At one sandbar we got out and hiked some of the Black Creek national recreation trail. Stretching 41 miles and often touching the river, the trail looks wild and abandoned. Without a lot of topography to make a difference, it looks to be a fairly easy stroll and a super easy thru hike to add to the resume.

Black Creek National Recreation Trail. It doesn't look very used.
The breadth of the sandbars varies with water flow, and we were floating through at a lower level. The "lunch sandbar" was so wide and warm that I wished we had brought a tent (a common theme of mine). Warm sand in December: it was like a dream, considering that at home, it was well below zero.
sandbar happiness with the river behind me
On this stretch, three pipelines run beneath the river, from one side to the other, a reminder that humans have messed with just about every inch of the planet. Except for those and a bridge, we saw no development until, three hours later, we reached Fairley Bridge landing, our takeout point.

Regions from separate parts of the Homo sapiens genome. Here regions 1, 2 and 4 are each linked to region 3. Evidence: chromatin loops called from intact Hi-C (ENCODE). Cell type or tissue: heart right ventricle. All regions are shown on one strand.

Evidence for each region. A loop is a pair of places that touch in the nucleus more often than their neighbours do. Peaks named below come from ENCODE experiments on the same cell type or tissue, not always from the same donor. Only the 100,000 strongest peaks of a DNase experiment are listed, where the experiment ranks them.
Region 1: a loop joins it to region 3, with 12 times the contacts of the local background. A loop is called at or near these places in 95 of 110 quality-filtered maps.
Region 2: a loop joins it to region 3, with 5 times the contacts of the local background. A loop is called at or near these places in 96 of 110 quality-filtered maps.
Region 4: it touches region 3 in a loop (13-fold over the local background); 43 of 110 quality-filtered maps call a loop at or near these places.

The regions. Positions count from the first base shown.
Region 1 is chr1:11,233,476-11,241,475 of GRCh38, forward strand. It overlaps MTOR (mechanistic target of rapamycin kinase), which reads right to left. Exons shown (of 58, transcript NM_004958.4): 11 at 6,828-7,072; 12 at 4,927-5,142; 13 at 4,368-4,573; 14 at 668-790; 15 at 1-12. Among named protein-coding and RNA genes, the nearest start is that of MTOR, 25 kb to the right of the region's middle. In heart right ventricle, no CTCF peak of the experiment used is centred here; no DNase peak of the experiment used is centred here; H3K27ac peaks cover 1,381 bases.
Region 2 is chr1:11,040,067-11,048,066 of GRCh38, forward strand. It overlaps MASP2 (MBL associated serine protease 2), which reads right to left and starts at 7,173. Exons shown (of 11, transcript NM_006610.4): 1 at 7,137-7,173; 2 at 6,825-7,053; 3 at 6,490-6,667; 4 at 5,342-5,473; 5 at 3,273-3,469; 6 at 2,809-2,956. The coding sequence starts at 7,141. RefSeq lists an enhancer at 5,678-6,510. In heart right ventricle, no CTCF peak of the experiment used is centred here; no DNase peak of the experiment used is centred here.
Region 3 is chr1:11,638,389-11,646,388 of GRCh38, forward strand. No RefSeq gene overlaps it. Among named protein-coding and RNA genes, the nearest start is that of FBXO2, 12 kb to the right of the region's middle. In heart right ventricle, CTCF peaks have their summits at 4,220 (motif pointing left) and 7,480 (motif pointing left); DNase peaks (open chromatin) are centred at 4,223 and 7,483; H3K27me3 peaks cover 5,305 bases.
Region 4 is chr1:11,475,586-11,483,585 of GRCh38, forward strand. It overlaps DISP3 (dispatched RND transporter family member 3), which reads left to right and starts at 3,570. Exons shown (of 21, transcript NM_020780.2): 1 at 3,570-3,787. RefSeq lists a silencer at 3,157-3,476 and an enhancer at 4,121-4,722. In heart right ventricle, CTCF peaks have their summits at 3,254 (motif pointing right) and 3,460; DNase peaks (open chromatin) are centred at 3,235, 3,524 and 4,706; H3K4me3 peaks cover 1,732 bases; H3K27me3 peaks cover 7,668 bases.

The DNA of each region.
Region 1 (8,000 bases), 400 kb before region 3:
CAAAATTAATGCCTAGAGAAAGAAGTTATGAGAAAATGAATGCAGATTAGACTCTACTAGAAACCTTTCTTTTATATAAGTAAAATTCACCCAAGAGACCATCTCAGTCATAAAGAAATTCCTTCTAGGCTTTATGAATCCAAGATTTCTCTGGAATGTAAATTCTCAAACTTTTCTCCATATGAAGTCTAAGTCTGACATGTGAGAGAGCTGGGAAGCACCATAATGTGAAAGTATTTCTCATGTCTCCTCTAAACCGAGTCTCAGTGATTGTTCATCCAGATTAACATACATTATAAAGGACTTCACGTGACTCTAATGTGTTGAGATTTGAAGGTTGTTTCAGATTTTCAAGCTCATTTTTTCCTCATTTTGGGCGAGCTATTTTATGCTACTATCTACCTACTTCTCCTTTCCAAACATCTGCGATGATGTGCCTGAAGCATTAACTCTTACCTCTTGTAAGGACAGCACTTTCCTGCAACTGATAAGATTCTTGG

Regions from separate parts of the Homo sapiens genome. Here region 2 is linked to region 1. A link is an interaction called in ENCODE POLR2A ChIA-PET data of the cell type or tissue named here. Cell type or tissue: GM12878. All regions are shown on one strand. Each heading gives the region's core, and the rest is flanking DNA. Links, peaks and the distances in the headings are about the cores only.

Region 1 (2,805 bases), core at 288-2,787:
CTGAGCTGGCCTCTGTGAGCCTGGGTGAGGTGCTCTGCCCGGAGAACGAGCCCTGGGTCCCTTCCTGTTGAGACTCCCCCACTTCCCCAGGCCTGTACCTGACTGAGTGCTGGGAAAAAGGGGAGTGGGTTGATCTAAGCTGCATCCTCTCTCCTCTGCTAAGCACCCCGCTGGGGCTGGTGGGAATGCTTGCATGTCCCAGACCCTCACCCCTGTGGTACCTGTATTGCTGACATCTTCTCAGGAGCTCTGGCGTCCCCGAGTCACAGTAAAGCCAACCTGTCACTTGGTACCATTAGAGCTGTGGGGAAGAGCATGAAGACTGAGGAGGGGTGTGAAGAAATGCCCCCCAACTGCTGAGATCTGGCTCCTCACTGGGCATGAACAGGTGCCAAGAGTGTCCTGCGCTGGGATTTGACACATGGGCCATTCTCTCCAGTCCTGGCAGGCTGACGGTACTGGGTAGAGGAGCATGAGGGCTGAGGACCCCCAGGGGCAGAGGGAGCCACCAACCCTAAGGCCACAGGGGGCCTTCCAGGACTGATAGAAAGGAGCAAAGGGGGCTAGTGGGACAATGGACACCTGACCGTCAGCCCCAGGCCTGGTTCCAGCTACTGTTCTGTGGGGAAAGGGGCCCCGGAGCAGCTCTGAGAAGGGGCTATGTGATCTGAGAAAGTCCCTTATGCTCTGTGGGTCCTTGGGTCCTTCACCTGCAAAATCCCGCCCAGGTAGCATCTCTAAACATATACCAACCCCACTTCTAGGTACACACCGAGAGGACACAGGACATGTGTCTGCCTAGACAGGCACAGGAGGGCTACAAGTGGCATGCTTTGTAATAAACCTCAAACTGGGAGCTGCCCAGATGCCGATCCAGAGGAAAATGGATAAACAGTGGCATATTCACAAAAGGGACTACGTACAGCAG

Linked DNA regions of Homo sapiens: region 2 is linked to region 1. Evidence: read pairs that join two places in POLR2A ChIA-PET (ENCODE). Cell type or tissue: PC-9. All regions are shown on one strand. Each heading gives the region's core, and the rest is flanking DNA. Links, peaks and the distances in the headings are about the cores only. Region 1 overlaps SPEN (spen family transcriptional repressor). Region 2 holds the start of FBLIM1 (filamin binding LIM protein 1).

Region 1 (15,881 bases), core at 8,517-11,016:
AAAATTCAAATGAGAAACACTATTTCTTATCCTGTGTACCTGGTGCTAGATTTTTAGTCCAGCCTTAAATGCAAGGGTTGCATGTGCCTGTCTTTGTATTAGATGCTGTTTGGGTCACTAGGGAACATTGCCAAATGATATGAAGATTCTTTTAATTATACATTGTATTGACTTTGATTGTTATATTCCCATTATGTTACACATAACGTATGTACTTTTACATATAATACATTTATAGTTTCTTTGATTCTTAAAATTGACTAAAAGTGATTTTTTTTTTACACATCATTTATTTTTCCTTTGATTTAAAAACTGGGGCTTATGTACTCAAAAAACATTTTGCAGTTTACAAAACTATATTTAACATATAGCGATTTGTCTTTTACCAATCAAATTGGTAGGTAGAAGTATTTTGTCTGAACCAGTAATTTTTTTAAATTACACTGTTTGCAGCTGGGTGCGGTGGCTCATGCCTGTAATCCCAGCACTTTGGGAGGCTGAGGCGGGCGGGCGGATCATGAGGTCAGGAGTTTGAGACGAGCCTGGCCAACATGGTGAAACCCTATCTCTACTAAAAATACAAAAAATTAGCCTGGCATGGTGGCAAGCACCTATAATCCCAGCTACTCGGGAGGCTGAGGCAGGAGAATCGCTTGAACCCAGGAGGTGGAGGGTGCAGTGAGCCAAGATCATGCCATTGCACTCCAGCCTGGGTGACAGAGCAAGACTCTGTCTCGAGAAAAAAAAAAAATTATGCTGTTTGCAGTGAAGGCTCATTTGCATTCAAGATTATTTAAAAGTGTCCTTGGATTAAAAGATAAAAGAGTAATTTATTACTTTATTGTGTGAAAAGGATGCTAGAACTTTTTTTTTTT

It was hardly a strenuous outing. "The rednecks put in tubes and float down," one of the forest employees told me. It sounded kind of fun in the summer, except for the aforementioned alligators. In the summer, they explained, you would never want to hike the trail, though. Too many bugs, and way too hot. On the river, you would spend most of your time swimming, not paddling.

I'm not into a place where the summer is off limits for outdoor fun. But paddling in December? That I could get behind. I'm already scheming a return to backpack the trail.
The lunch sandbar.